I cannot agree more with Obama since I regularly undergo family duets of one kind or another. Our family can get quite complex since I am a product of a mixed heritage; my mum was a Kamba from Kitui County and my dad, a Luo from the slopes of Homa Hills within Homabay County.  My mum’s elder sister is married in Uganda, within the JoPadhola of Tororo. My sibling brother is married to a lady from the Southern African region while my sibling sister was betrothed to a man from western Kenya. Out of these relationships are cousins whose world attitude spread like the colours of the rainbow. One of my cousins is a declared prophet of some Church that draws inspiration from African culture and practices. I had a cousin (now deceased) who startled most of the extended family by being cremated according to his wish.Our family has therefore experienced various shades of opinion, clash of cultures and so forth. Such issues need to be managed with patience, skill and deft. I have had to learn the ropes of managing family politics since I am among the eldest in our family. The story of my maternal grandfather, the late Philip Masili demonstrates some of the complexities we have to live with.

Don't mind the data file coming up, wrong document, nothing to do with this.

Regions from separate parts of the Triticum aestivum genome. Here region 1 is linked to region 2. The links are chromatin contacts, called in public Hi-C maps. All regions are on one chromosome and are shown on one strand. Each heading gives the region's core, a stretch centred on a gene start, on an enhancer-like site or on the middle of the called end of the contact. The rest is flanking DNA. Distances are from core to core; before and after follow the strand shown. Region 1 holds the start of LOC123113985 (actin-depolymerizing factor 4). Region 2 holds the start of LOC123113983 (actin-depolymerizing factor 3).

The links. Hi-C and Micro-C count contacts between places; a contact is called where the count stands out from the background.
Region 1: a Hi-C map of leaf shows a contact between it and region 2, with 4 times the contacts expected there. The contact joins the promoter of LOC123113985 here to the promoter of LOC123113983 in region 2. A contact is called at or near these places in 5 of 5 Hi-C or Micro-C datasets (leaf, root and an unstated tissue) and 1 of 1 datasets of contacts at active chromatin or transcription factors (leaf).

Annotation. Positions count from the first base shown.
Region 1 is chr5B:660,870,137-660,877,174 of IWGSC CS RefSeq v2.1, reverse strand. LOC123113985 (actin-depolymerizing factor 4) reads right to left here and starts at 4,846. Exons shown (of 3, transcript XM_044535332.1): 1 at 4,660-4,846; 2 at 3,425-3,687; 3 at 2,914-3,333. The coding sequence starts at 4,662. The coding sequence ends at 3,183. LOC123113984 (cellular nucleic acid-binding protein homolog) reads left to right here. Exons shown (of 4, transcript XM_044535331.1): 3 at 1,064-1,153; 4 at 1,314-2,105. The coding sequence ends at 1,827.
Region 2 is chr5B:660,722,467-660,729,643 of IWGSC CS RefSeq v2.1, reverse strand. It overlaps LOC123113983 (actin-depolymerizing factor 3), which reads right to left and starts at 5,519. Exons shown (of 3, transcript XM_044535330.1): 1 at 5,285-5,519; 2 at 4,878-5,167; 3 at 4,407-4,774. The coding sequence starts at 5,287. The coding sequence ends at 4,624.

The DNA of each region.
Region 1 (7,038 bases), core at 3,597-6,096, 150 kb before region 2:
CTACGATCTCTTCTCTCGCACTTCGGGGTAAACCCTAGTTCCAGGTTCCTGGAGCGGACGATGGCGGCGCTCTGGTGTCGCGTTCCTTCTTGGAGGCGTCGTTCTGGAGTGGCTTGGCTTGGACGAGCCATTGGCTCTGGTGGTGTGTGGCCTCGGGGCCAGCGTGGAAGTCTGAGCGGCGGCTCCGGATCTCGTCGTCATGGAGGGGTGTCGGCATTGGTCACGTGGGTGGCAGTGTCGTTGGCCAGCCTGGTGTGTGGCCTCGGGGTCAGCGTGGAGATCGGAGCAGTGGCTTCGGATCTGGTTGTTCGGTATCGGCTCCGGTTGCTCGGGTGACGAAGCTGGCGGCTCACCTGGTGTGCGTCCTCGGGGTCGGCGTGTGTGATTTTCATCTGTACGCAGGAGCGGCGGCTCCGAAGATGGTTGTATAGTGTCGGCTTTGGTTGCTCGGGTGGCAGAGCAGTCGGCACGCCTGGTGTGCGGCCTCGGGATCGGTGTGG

My grandfather hailed from the Mbaa Nzau clan. He fought in the Second World War, far off in Burma. On his return, he married my late grandmother, Damaris Nditi who hailed from the Mbaa Ndewa clan. On his return from war he presented his young bride with a green wooden box with military bearing the inscription  `Ordinance’. It is in this box that grandmother kept her clothes and documents that were most dear to her. The box was a favorite perch from where my brother and I would listen to legends galore from this wise and most beautiful matriarch figure. Her front teeth were chiseled into two diamond-like shapes common of the women of that generation. This box would give us sleepless nights decades later, since in her deathbed, grandmother repeatedly declared she wanted to be buried in it. My Dad was at a loss. How would he undertake such a bizarre request for to fit her body into the box meant chopping her body to pieces? My dad resolved this quandary by ordering that the box be broken into bits and placed into the bottom of her grave. Her coffin was then lowered onto the wooden pieces.  We must have done right since she has not haunted any of us.